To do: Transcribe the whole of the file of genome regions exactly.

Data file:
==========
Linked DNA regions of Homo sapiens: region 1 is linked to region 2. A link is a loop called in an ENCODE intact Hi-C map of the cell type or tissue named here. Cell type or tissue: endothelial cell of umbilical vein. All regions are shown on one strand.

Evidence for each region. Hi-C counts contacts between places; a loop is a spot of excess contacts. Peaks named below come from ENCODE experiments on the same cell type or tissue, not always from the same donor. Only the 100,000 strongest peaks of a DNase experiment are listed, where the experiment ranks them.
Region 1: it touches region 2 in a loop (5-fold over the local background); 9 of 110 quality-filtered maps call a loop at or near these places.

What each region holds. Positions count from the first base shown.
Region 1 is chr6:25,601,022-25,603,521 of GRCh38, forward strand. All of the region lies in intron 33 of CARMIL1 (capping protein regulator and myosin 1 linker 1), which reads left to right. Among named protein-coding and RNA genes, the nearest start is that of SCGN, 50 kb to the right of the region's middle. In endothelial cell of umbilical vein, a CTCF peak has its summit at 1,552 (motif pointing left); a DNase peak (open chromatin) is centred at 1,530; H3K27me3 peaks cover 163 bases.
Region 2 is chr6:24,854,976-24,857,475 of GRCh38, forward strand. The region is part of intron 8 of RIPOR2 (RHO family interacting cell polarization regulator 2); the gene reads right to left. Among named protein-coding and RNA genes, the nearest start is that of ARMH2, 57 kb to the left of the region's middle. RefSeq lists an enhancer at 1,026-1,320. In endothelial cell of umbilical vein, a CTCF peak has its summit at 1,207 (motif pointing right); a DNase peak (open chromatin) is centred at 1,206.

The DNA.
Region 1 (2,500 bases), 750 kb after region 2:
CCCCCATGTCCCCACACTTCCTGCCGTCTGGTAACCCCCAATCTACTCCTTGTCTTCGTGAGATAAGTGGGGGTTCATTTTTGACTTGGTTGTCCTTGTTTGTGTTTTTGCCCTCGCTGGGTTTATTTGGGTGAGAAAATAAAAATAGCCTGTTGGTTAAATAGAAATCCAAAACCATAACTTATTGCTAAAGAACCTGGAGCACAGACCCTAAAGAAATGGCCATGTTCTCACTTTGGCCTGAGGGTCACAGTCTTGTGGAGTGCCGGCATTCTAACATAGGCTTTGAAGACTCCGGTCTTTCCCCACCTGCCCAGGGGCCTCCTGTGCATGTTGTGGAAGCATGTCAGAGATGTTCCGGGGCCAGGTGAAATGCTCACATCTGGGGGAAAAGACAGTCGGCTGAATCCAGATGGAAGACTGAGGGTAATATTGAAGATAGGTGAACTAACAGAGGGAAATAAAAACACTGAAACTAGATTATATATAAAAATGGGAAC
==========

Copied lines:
Linked DNA regions of Homo sapiens: region 1 is linked to region 2. A link is a loop called in an ENCODE intact Hi-C map of the cell type or tissue named here. Cell type or tissue: endothelial cell of umbilical vein. All regions are shown on one strand.

Evidence for each region. Hi-C counts contacts between places; a loop is a spot of excess contacts. Peaks named below come from ENCODE experiments on the same cell type or tissue, not always from the same donor. Only the 100,000 strongest peaks of a DNase experiment are listed, where the experiment ranks them.
Region 1: it touches region 2 in a loop (5-fold over the local background); 9 of 110 quality-filtered maps call a loop at or near these places.

What each region holds. Positions count from the first base shown.
Region 1 is chr6:25,601,022-25,603,521 of GRCh38, forward strand. All of the region lies in intron 33 of CARMIL1 (capping protein regulator and myosin 1 linker 1), which reads left to right. Among named protein-coding and RNA genes, the nearest start is that of SCGN, 50 kb to the right of the region's middle. In endothelial cell of umbilical vein, a CTCF peak has its summit at 1,552 (motif pointing left); a DNase peak (open chromatin) is centred at 1,530; H3K27me3 peaks cover 163 bases.
Region 2 is chr6:24,854,976-24,857,475 of GRCh38, forward strand. The region is part of intron 8 of RIPOR2 (RHO family interacting cell polarization regulator 2); the gene reads right to left. Among named protein-coding and RNA genes, the nearest start is that of ARMH2, 57 kb to the left of the region's middle. RefSeq lists an enhancer at 1,026-1,320. In endothelial cell of umbilical vein, a CTCF peak has its summit at 1,207 (motif pointing right); a DNase peak (open chromatin) is centred at 1,206.

The DNA.
Region 1 (2,500 bases), 750 kb after region 2:
CCCCCATGTCCCCACACTTCCTGCCGTCTGGTAACCCCCAATCTACTCCTTGTCTTCGTGAGATAAGTGGGGGTTCATTTTTGACTTGGTTGTCCTTGTTTGTGTTTTTGCCCTCGCTGGGTTTATTTGGGTGAGAAAATAAAAATAGCCTGTTGGTTAAATAGAAATCCAAAACCATAACTTATTGCTAAAGAACCTGGAGCACAGACCCTAAAGAAATGGCCATGTTCTCACTTTGGCCTGAGGGTCACAGTCTTGTGGAGTGCCGGCATTCTAACATAGGCTTTGAAGACTCCGGTCTTTCCCCACCTGCCCAGGGGCCTCCTGTGCATGTTGTGGAAGCATGTCAGAGATGTTCCGGGGCCAGGTGAAATGCTCACATCTGGGGGAAAAGACAGTCGGCTGAATCCAGATGGAAGACTGAGGGTAATATTGAAGATAGGTGAACTAACAGAGGGAAATAAAAACACTGAAACTAGATTATATATAAAAATGGGAAC